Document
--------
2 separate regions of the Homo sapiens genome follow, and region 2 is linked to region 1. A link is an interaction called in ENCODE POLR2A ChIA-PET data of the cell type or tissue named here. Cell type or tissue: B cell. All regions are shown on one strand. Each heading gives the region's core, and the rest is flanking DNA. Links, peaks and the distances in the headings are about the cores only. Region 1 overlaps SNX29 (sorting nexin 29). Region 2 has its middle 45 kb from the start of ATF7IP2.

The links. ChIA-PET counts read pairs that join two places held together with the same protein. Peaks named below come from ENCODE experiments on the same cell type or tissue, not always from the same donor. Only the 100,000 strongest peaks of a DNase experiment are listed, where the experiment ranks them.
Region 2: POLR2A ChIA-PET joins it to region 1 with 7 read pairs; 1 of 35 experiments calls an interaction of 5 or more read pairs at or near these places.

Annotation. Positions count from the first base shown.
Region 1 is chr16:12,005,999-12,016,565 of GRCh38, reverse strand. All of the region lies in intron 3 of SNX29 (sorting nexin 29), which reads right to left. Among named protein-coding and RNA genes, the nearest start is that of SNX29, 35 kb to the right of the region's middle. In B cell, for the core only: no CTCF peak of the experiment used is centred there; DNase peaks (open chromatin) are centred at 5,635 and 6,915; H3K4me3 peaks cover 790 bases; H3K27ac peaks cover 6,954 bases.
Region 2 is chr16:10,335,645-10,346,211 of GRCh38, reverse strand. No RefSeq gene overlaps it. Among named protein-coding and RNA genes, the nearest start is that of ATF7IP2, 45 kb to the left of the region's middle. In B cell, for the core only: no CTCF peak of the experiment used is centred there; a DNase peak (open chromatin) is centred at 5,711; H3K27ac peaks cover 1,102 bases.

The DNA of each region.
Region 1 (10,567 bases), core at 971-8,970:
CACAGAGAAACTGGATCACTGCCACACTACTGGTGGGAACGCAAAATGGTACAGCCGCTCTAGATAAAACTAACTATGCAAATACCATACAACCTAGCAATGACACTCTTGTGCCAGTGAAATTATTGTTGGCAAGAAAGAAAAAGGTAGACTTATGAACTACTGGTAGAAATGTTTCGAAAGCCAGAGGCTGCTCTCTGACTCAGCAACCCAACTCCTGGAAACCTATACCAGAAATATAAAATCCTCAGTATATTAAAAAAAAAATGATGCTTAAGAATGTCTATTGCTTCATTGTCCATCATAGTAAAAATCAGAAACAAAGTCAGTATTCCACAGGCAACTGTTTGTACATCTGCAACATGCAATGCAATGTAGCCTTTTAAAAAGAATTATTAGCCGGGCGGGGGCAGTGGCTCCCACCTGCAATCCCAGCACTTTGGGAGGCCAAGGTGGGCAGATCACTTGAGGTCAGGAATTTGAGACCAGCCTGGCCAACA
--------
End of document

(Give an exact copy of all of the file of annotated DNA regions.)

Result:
2 separate regions of the Homo sapiens genome follow, and region 2 is linked to region 1. A link is an interaction called in ENCODE POLR2A ChIA-PET data of the cell type or tissue named here. Cell type or tissue: B cell. All regions are shown on one strand. Each heading gives the region's core, and the rest is flanking DNA. Links, peaks and the distances in the headings are about the cores only. Region 1 overlaps SNX29 (sorting nexin 29). Region 2 has its middle 45 kb from the start of ATF7IP2.

The links. ChIA-PET counts read pairs that join two places held together with the same protein. Peaks named below come from ENCODE experiments on the same cell type or tissue, not always from the same donor. Only the 100,000 strongest peaks of a DNase experiment are listed, where the experiment ranks them.
Region 2: POLR2A ChIA-PET joins it to region 1 with 7 read pairs; 1 of 35 experiments calls an interaction of 5 or more read pairs at or near these places.

Annotation. Positions count from the first base shown.
Region 1 is chr16:12,005,999-12,016,565 of GRCh38, reverse strand. All of the region lies in intron 3 of SNX29 (sorting nexin 29), which reads right to left. Among named protein-coding and RNA genes, the nearest start is that of SNX29, 35 kb to the right of the region's middle. In B cell, for the core only: no CTCF peak of the experiment used is centred there; DNase peaks (open chromatin) are centred at 5,635 and 6,915; H3K4me3 peaks cover 790 bases; H3K27ac peaks cover 6,954 bases.
Region 2 is chr16:10,335,645-10,346,211 of GRCh38, reverse strand. No RefSeq gene overlaps it. Among named protein-coding and RNA genes, the nearest start is that of ATF7IP2, 45 kb to the left of the region's middle. In B cell, for the core only: no CTCF peak of the experiment used is centred there; a DNase peak (open chromatin) is centred at 5,711; H3K27ac peaks cover 1,102 bases.

The DNA of each region.
Region 1 (10,567 bases), core at 971-8,970:
CACAGAGAAACTGGATCACTGCCACACTACTGGTGGGAACGCAAAATGGTACAGCCGCTCTAGATAAAACTAACTATGCAAATACCATACAACCTAGCAATGACACTCTTGTGCCAGTGAAATTATTGTTGGCAAGAAAGAAAAAGGTAGACTTATGAACTACTGGTAGAAATGTTTCGAAAGCCAGAGGCTGCTCTCTGACTCAGCAACCCAACTCCTGGAAACCTATACCAGAAATATAAAATCCTCAGTATATTAAAAAAAAAATGATGCTTAAGAATGTCTATTGCTTCATTGTCCATCATAGTAAAAATCAGAAACAAAGTCAGTATTCCACAGGCAACTGTTTGTACATCTGCAACATGCAATGCAATGTAGCCTTTTAAAAAGAATTATTAGCCGGGCGGGGGCAGTGGCTCCCACCTGCAATCCCAGCACTTTGGGAGGCCAAGGTGGGCAGATCACTTGAGGTCAGGAATTTGAGACCAGCCTGGCCAACA